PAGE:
Cooperation, resilience, and love. Change is brought about by these elements.

Last year, Haiti was hit by Hurricane Matthew, which destroyed many of the schools, homes, and properties of the impoverished civilians, but this didn’t spur hate.


Meaning, “We are here.” A wonderful report told by “Compassion”, a movement to end child poverty, that tells of how the people of Haiti came together to get through a horrible crisis. Many of these people, who before had so little, now have nothing. Their already small homes destroyed, many are left with no place to live, but instead of resorting to violence, these people work together to help each other out of this storm. Schools are rebuilt. Churches are fixed. Ruined classrooms, laptops, and desks are recovered and moved to safety. The children laugh on, the adults hug each other and thank God for giving them life. The cloud has lifted over Haiti, where unity makes strength.

No tears. No pain. Unity and love. 

A lot can be learned from Haiti. In Louisiana, where violence and crime plagued the region for weeks after the storm. In Anaheim, where protesters resorted to violence to corrupt such a great cause. In the rest of the world, where people struggle for justice and freedom in unproductive and degrading ways. The only solution to such a problem is fraternity and peace. Love and cooperation. Unity and strength.

How can protesters create change? With solidarity and peaceful collaboration. A force of a united people who want change and justice by peaceful means cannot be stopped by authority, force, or injustice. Any crisis or struggle can be solved by one people, united for a single cause, with only pure and just intentions.

L’Union Fait La Force.




A Skill that Cannot be Forgotten


“So childhood is turned from a time of freedom into a time of résumé building.”

Peter Gray couldn’t have encompassed the story of childhood in today’s time any better. From an time of play and freedom to an time of whose grade has the higher letter. Parents think they are giving their kids an head start, but really play is what makes kids smart. Rules, regulations, and restrictions are what make kids dreadful; freedom, fun and fulfillment are what make kids successful. Imagination, ingenuity, creativity; these are the qualities you think of when you are asked to think an successful person. But these qualities can’t be taught by more school and more homework; they are taught by fun and outdoor activity.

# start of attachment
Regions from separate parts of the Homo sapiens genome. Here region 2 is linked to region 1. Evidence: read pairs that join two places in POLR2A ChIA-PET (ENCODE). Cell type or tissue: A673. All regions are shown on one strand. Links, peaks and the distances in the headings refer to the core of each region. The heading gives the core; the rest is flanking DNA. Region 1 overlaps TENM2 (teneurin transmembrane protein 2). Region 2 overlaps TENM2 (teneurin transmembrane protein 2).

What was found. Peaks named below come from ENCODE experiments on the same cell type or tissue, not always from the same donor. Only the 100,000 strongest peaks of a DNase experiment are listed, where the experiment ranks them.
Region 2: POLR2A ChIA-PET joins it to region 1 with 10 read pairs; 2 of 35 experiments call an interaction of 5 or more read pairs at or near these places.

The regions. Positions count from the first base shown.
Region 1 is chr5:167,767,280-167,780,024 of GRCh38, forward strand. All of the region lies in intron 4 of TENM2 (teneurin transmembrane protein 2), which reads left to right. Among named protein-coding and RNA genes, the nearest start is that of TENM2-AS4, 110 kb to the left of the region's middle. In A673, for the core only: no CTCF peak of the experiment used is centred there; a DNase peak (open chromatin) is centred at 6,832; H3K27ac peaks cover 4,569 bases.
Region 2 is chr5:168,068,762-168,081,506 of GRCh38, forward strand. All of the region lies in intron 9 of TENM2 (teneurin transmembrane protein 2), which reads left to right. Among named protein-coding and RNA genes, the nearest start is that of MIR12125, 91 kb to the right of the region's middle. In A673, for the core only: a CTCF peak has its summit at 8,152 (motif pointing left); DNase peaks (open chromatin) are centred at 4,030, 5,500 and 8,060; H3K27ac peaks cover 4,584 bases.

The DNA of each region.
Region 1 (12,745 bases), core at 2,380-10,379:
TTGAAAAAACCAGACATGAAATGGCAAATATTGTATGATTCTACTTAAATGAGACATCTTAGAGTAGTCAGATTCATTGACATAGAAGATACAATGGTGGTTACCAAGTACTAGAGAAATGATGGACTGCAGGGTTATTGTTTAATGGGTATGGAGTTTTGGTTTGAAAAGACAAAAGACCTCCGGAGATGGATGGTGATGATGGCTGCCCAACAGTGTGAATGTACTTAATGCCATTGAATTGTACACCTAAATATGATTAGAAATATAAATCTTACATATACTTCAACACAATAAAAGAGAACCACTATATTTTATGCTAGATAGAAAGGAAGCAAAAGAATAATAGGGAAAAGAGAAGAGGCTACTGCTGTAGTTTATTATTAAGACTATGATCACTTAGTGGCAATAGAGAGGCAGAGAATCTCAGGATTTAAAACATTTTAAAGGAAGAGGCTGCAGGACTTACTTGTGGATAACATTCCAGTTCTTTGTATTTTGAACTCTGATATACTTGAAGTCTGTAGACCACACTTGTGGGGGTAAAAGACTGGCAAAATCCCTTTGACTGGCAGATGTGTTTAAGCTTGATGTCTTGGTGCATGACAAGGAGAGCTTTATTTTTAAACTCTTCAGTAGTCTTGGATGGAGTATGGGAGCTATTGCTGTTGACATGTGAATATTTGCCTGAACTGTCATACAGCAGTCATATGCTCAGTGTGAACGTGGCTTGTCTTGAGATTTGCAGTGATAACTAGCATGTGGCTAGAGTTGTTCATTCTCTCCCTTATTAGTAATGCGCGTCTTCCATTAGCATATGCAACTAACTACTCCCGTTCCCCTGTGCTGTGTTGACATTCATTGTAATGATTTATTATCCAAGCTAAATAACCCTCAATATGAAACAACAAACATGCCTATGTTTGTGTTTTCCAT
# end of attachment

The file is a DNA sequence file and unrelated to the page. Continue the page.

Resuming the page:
Peter follows this up with a interesting point.

We’ve become a worse world for children, not necessarily a worse world for adults.

It is not the kids’ fault that play is declining; it is the adults’ fault for creating an worse world for children to play in, there is no silver lining.

This Spanish song, in English titled “Where Will the Kids Play?” imagines an world where nature and the outdoors have been so polluted and destroyed by adults that children have nowhere to play. An world where children would go outside to play everyday turned into an world will kids can no longer play; an world grown tired and gray.

Playing at school for a hour retaught me something that I had long forgotten. Meeting new people, making new friends, and creating memories are what I have gotten. Unrestrained play is what teaches kids to be social, teaches kids to be kind, and teaches kids imagination, creativity, problem solving, and most importantly teaches kids what it means to be an kid. May sound cheesy, but there kids today that don’t know any other life other than writing essays, doing homework, and graphing on the coordinate grid. Perhaps we are trying to prepare kids to be adults, but by doing that we are hurting their chances of being an kind, social, and understanding adult. We are prohibiting kids from playing because they must instead be doing sports or schoolwork, but an stressed and sad child is the only result.

“Clue” was among one of the many games that we could’ve played. 

Taking a hour out of my stressful and impacted day to just play really made me enjoy the gift of being an kid again. Playing an game I had never played, “Clue”, before with some people that I had never met or talked to before, I hadn’t felt so much like I kid since way back when. Making up rules as we go, laughing along as we played, we had so much fun making memories as new friends. I picked Tien, Evan, Harshin, and Ian to play with because they had all never played “Clue”, so I knew that this could only have an good end. It has been years since I had played an board game while having so much fun at the same time, but what I particularly most enjoyed was meeting new people and learning more about who my classmates really are. Perhaps you don’t really know a person until you play with them.